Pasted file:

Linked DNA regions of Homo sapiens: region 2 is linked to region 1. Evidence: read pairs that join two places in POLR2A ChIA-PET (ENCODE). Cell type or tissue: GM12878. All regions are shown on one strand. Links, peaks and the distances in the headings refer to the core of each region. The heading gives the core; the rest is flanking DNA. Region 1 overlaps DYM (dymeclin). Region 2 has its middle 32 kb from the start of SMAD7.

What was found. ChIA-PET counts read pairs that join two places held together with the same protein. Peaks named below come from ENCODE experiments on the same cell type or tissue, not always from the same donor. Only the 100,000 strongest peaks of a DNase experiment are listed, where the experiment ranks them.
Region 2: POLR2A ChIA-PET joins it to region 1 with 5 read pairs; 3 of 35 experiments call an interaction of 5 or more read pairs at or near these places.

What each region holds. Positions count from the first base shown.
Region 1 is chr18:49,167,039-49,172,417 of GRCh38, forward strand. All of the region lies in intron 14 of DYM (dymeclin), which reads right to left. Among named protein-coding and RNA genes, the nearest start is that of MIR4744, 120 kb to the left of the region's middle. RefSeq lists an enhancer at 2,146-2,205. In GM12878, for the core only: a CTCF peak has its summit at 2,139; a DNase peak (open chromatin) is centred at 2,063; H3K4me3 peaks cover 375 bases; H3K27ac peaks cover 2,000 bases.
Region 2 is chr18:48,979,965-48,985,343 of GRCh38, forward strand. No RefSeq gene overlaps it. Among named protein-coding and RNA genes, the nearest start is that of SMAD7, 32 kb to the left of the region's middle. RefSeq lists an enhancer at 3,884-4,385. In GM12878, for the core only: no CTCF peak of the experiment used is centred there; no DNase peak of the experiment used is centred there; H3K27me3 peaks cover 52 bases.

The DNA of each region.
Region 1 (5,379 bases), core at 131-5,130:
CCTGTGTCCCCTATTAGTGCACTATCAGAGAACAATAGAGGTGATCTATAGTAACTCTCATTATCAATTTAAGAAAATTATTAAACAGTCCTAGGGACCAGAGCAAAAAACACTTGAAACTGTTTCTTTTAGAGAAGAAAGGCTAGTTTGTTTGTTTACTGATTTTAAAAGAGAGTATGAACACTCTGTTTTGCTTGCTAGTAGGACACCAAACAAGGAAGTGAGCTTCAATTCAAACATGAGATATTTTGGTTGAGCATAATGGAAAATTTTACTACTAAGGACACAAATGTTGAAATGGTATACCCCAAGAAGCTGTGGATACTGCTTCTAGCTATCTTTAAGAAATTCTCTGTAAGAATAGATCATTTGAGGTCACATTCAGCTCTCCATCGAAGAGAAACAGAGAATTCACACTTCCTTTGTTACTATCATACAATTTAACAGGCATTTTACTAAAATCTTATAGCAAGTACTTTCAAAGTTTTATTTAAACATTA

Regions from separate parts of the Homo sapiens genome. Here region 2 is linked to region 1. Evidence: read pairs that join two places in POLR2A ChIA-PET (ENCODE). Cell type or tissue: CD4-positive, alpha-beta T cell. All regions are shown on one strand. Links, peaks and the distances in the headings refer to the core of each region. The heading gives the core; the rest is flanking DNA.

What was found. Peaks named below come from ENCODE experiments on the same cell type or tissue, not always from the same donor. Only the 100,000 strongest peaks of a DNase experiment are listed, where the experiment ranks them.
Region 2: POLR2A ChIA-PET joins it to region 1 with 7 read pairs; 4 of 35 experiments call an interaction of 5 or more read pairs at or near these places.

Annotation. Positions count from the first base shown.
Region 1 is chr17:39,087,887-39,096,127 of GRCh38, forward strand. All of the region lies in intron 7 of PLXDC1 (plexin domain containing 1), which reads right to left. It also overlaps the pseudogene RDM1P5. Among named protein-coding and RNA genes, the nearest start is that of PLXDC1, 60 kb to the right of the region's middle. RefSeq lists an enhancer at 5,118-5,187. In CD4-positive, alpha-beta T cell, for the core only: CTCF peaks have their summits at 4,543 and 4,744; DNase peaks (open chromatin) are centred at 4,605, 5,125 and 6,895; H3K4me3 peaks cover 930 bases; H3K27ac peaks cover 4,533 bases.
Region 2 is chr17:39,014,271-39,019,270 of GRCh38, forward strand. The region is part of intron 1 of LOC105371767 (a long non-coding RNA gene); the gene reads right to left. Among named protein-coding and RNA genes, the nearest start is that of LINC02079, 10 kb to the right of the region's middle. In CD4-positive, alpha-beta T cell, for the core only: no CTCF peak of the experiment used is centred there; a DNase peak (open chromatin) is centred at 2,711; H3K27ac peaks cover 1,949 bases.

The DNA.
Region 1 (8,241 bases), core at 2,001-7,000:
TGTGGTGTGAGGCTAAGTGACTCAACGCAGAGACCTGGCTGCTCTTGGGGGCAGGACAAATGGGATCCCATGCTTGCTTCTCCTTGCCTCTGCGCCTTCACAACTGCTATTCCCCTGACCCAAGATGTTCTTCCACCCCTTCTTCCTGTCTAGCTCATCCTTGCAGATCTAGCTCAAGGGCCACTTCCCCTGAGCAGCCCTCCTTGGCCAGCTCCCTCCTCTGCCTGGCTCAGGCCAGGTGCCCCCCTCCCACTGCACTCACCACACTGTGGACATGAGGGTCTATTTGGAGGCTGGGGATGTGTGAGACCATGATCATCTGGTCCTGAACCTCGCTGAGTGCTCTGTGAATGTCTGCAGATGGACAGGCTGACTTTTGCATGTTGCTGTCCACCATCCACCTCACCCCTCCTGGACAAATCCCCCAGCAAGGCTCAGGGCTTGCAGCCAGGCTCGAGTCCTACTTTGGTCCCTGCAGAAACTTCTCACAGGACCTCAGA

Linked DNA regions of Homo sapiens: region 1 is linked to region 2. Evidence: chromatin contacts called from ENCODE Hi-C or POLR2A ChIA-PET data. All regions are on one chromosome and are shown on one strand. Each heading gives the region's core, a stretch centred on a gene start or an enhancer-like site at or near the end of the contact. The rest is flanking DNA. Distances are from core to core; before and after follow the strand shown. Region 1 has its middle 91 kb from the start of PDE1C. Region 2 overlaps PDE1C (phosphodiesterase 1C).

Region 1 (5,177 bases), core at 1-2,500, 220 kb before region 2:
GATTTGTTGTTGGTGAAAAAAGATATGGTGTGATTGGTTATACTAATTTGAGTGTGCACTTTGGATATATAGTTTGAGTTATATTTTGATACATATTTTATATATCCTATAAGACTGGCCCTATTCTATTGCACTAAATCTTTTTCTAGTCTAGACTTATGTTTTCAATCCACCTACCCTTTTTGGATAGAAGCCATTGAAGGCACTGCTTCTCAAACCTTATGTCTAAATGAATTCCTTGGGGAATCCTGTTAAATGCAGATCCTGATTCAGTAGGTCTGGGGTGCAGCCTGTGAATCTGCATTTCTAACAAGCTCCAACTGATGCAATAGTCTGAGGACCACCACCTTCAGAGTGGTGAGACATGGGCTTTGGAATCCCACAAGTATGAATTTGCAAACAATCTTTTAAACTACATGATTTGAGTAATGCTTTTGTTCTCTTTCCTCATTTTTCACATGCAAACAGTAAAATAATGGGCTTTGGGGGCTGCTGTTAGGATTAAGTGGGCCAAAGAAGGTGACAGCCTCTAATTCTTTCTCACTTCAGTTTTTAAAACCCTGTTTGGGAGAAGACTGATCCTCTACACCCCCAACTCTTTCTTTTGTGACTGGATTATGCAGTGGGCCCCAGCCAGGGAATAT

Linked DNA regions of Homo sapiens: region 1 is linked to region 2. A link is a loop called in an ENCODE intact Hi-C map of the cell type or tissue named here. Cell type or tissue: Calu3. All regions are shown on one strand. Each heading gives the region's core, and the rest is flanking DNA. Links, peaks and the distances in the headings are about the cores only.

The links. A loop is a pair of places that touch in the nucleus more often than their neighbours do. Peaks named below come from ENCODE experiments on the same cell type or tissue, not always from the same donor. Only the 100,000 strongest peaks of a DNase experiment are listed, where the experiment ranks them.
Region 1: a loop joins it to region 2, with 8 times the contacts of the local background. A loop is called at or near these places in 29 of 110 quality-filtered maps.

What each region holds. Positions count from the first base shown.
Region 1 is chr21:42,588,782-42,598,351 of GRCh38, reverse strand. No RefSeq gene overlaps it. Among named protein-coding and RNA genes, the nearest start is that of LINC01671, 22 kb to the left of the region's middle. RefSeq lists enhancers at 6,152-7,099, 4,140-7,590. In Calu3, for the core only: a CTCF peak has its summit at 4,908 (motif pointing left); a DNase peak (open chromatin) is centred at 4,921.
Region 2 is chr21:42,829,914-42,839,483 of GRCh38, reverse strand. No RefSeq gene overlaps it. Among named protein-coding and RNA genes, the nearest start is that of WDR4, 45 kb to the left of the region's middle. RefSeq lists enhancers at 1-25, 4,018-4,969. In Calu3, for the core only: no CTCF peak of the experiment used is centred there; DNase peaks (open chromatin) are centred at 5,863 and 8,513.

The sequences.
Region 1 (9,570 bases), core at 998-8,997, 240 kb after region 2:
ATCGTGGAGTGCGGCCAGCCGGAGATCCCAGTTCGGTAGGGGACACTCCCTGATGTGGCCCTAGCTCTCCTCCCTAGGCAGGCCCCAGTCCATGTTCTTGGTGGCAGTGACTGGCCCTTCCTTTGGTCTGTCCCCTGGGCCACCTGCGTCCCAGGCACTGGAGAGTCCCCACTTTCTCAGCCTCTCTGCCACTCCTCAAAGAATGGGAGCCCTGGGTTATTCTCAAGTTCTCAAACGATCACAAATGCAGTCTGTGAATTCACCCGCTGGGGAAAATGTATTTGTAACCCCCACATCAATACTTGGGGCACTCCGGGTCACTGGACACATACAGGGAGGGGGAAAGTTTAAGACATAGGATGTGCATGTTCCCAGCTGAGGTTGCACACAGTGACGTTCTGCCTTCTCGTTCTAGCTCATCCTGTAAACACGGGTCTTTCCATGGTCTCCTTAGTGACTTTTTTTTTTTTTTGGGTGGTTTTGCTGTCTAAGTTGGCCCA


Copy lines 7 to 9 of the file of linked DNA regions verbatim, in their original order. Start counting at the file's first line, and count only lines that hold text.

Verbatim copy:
The DNA of each region.
Region 1 (5,379 bases), core at 131-5,130:
CCTGTGTCCCCTATTAGTGCACTATCAGAGAACAATAGAGGTGATCTATAGTAACTCTCATTATCAATTTAAGAAAATTATTAAACAGTCCTAGGGACCAGAGCAAAAAACACTTGAAACTGTTTCTTTTAGAGAAGAAAGGCTAGTTTGTTTGTTTACTGATTTTAAAAGAGAGTATGAACACTCTGTTTTGCTTGCTAGTAGGACACCAAACAAGGAAGTGAGCTTCAATTCAAACATGAGATATTTTGGTTGAGCATAATGGAAAATTTTACTACTAAGGACACAAATGTTGAAATGGTATACCCCAAGAAGCTGTGGATACTGCTTCTAGCTATCTTTAAGAAATTCTCTGTAAGAATAGATCATTTGAGGTCACATTCAGCTCTCCATCGAAGAGAAACAGAGAATTCACACTTCCTTTGTTACTATCATACAATTTAACAGGCATTTTACTAAAATCTTATAGCAAGTACTTTCAAAGTTTTATTTAAACATTA